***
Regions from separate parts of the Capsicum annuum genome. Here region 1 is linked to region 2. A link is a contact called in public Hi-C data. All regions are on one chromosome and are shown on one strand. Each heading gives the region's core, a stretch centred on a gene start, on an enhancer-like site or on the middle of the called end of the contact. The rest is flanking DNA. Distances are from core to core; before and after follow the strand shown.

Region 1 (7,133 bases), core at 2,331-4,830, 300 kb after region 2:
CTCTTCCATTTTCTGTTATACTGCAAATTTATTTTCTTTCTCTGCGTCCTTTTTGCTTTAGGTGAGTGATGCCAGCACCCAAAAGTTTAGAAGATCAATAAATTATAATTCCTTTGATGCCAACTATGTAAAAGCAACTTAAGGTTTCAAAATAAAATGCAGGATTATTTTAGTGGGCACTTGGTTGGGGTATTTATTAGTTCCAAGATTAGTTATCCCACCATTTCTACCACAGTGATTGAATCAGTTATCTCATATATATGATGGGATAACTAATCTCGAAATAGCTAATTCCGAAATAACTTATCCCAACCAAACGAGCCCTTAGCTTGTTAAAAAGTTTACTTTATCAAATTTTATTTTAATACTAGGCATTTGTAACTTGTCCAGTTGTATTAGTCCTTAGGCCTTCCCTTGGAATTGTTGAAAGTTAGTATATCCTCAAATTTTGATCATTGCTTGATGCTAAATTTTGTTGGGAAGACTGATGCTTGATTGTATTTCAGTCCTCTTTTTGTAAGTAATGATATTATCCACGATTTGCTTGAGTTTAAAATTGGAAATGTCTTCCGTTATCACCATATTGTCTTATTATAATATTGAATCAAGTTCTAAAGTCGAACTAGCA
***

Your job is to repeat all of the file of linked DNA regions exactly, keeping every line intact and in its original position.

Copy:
Regions from separate parts of the Capsicum annuum genome. Here region 1 is linked to region 2. A link is a contact called in public Hi-C data. All regions are on one chromosome and are shown on one strand. Each heading gives the region's core, a stretch centred on a gene start, on an enhancer-like site or on the middle of the called end of the contact. The rest is flanking DNA. Distances are from core to core; before and after follow the strand shown.

Region 1 (7,133 bases), core at 2,331-4,830, 300 kb after region 2:
CTCTTCCATTTTCTGTTATACTGCAAATTTATTTTCTTTCTCTGCGTCCTTTTTGCTTTAGGTGAGTGATGCCAGCACCCAAAAGTTTAGAAGATCAATAAATTATAATTCCTTTGATGCCAACTATGTAAAAGCAACTTAAGGTTTCAAAATAAAATGCAGGATTATTTTAGTGGGCACTTGGTTGGGGTATTTATTAGTTCCAAGATTAGTTATCCCACCATTTCTACCACAGTGATTGAATCAGTTATCTCATATATATGATGGGATAACTAATCTCGAAATAGCTAATTCCGAAATAACTTATCCCAACCAAACGAGCCCTTAGCTTGTTAAAAAGTTTACTTTATCAAATTTTATTTTAATACTAGGCATTTGTAACTTGTCCAGTTGTATTAGTCCTTAGGCCTTCCCTTGGAATTGTTGAAAGTTAGTATATCCTCAAATTTTGATCATTGCTTGATGCTAAATTTTGTTGGGAAGACTGATGCTTGATTGTATTTCAGTCCTCTTTTTGTAAGTAATGATATTATCCACGATTTGCTTGAGTTTAAAATTGGAAATGTCTTCCGTTATCACCATATTGTCTTATTATAATATTGAATCAAGTTCTAAAGTCGAACTAGCA